Lodi’s Caitlyn Sprinkle resilient through cancer fight
Caitlyn Sprinkle, 7, holds up fingers signaling “I love you” while returning from medical procedures at the Roseville Women’s and Children’s Hospital in Roseville.
- Where to donate
If you would like to donate a pint of blood to help Caitlyn Sprinkle, please visit the American Medical Response office in Stockton at 400 S. Fresno Avenue between 9 a.m. and 2 p.m. today. If you have other questions or would like to make an appointment to donate blood to Sprinkle, contact AMR spokesperson David Durand at 209-993-6932 or David.Durand@amr.net.
You can also visit Hutchins Street Square every Wednesday from 12:30 p.m. to 6:30 p.m. to donate. Please mention you would like to donate to Caitlyn Sprinkle and Roseville Women's and Children's Hospital when you give blood.
Money donations can be sent to Lincoln Elementary School at 6910 North Gettysburg Place, Stockton, CA 95207 in care of Caitlyn Sprinkle.
- Caitlyn Sprinkle at a glance
Her favorite colors are pink, purple and blue.
She is just learning to play the guitar, and her favorite animal is a panda bear.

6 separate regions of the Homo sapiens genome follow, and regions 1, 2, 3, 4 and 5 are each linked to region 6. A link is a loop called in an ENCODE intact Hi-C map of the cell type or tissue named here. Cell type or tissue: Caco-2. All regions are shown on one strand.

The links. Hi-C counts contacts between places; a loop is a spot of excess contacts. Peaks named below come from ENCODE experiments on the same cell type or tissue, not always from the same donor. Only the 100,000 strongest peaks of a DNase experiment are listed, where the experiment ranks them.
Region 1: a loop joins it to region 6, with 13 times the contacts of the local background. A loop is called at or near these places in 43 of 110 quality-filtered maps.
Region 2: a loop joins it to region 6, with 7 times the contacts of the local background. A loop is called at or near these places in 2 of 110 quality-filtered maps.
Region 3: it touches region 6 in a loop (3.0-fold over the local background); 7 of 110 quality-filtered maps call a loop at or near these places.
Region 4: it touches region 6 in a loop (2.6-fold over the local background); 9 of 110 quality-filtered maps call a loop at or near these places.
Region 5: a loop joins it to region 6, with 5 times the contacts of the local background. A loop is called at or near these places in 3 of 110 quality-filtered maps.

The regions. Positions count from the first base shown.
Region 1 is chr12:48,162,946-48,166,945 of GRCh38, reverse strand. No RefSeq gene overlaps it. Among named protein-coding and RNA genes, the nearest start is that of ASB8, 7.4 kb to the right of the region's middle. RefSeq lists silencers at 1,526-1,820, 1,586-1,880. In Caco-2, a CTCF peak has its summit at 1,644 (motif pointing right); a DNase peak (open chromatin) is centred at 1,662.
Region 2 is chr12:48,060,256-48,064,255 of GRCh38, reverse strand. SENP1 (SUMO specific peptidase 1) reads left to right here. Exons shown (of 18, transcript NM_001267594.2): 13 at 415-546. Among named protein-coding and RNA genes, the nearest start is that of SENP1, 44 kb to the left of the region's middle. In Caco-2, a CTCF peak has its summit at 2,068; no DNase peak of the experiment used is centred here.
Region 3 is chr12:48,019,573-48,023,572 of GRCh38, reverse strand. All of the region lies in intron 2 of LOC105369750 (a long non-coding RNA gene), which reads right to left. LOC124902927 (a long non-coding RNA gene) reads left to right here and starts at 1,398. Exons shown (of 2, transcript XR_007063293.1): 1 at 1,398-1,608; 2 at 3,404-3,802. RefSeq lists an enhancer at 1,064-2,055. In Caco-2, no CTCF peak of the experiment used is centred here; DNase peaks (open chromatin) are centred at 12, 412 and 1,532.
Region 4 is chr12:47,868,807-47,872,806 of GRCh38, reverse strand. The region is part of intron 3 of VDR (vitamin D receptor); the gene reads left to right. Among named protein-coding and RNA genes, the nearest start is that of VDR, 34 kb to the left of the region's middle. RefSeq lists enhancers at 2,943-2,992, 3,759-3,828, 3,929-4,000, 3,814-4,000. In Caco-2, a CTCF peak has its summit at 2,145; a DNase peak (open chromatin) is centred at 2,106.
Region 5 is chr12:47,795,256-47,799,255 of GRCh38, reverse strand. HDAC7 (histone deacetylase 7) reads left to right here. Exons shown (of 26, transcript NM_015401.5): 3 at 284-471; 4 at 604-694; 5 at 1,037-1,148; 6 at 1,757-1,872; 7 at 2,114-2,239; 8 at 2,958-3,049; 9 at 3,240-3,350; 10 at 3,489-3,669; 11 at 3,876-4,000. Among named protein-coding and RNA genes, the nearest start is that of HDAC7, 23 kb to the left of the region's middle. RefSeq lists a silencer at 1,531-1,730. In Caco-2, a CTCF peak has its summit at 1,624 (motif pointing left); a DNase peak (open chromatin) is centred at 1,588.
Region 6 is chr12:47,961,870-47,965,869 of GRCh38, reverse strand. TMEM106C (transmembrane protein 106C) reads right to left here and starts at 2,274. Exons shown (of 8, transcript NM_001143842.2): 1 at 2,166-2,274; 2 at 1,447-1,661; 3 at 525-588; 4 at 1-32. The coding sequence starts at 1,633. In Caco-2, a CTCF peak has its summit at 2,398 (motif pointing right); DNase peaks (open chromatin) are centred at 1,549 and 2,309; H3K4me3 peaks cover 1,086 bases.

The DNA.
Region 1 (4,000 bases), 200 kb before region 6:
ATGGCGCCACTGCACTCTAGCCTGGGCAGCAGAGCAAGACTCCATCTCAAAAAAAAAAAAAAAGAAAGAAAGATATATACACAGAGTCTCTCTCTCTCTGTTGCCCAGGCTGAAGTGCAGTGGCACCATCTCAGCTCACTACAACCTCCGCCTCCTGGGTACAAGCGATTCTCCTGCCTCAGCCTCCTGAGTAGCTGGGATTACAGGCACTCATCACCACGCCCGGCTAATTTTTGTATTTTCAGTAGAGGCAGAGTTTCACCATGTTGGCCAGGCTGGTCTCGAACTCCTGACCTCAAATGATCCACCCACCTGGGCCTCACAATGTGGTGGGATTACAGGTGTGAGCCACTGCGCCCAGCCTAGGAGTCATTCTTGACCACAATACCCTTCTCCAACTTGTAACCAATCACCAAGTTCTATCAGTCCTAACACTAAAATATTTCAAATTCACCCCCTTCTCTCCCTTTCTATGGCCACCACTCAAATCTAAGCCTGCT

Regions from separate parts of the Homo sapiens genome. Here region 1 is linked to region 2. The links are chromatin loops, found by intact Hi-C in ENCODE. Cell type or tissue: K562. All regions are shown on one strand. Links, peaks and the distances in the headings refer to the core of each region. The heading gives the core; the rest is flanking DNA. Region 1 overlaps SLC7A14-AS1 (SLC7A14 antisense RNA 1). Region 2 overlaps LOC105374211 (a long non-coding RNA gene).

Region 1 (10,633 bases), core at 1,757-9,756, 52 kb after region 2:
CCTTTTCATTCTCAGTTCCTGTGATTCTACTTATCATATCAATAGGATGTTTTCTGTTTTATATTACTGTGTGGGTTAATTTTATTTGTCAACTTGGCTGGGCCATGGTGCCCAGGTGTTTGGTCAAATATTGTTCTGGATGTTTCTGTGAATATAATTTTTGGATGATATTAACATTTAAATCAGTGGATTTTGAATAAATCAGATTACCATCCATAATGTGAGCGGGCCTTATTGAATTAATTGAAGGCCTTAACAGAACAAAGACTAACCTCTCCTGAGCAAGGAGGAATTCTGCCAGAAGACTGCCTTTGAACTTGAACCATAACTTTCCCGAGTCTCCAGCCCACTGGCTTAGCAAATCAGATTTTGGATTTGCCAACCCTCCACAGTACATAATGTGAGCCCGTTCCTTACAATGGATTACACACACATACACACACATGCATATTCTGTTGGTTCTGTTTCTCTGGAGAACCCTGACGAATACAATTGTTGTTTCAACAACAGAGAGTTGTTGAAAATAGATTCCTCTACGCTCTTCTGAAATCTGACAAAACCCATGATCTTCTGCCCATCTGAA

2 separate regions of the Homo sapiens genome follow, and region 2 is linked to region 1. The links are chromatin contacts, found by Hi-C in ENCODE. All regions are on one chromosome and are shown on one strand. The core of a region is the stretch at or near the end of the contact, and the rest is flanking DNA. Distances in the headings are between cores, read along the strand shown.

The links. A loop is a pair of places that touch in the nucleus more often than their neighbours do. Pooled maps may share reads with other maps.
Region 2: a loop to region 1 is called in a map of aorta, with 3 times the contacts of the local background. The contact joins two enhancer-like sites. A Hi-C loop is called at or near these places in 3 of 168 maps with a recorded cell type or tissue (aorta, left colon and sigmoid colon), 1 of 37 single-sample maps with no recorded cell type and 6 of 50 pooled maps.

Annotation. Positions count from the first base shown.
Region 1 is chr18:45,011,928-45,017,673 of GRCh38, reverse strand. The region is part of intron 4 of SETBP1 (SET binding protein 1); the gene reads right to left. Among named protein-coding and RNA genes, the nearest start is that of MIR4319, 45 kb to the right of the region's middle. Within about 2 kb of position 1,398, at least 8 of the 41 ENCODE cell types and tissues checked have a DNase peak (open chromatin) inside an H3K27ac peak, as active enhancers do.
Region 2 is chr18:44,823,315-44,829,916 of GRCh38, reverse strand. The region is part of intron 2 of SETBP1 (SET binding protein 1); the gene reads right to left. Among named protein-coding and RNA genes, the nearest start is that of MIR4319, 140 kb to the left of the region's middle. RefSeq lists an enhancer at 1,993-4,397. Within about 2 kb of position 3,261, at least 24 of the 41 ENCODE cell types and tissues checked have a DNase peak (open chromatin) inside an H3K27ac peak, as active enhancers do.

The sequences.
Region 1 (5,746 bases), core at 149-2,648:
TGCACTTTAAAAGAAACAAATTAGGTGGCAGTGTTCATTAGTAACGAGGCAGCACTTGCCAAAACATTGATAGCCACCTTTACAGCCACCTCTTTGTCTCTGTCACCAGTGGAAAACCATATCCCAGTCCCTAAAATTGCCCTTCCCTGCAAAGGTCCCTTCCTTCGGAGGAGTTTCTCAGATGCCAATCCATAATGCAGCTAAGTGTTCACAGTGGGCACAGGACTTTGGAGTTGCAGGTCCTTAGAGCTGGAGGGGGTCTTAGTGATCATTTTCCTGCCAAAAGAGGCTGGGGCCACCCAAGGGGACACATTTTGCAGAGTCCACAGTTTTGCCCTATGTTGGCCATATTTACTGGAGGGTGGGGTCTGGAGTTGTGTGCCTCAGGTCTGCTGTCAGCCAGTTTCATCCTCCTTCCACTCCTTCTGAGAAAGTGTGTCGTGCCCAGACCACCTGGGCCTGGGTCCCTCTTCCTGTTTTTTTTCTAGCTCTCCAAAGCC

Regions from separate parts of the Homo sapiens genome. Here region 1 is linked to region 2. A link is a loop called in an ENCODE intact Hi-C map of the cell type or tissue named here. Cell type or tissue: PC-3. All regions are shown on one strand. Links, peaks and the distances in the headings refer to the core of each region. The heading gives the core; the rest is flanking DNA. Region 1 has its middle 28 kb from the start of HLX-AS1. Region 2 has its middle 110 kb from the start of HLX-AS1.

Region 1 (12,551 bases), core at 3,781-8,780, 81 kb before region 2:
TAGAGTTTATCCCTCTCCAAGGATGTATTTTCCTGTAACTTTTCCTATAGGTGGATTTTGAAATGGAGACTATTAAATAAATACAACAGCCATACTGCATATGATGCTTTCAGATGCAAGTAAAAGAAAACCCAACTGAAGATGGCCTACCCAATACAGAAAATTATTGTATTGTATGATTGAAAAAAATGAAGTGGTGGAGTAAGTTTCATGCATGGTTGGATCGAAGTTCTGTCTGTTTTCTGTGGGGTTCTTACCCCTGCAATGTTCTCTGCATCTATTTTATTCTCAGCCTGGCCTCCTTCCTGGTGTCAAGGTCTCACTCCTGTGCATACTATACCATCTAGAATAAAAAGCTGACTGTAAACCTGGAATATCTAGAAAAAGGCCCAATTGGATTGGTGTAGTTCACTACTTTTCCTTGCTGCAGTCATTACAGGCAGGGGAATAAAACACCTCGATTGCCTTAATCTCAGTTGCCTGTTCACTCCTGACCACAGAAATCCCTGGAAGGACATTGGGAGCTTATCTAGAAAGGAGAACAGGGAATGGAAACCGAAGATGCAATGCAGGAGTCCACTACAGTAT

Sprinkle loves to do art projects, and really likes to eat sushi.
Her current Make-a-Wish dream is to fly to Washington, D.C. to meet President Barack Obama and play with his daughters, Natasha and Malia.
To read more about Sprinkle's journey and her experience dealing with AML, visit www.caringbridge.org.
- Information about acute myeloid leukemia
Acute myeloid leukemia is the most common type of acute leukemia. More than 11,900 new cases occur in the United States each year, mostly in older adults. The average age of a person with AML is 65 years. Fewer than 10 percent of people with AML are children. Acute myeloid leukemia is also called acute myeloblastic leukemia, acute myelogenous leukemia, acute granulocytic leukemia, or acute nonlymphocytic leukemia.
The symptoms of AML are caused by low numbers of healthy blood cells and high numbers of leukemia cells.
White blood cells fight infection. Low numbers can lead to fever and frequent infections.
Red blood cells carry oxygen throughout the body. Low numbers can lead to anemia — feeling tired or weak, being short of breath, and looking pale.
Platelets control bleeding. Low numbers can lead to easy bleeding or bruising and tiny red spots under the skin (petechiae).
High numbers of leukemia cells may cause pain in the bones or joints.
— Source: marrow.org.
Posted: Monday, June 25, 2012 12:00 am
Lodi resident Caitlyn Sprinkle has a smile that spreads widely across her face. She enjoys decorating cupcakes, likes the color pink and is obsessed with Disney princesses. But apart from that, Sprinkle is not your average child.
Instead of playing in the backyard after school every day or riding around on a bike, Sprinkle is confined to a 12- by 18-foot room in a Roseville hospital.
Monday, June 25, 2012 12:00 am.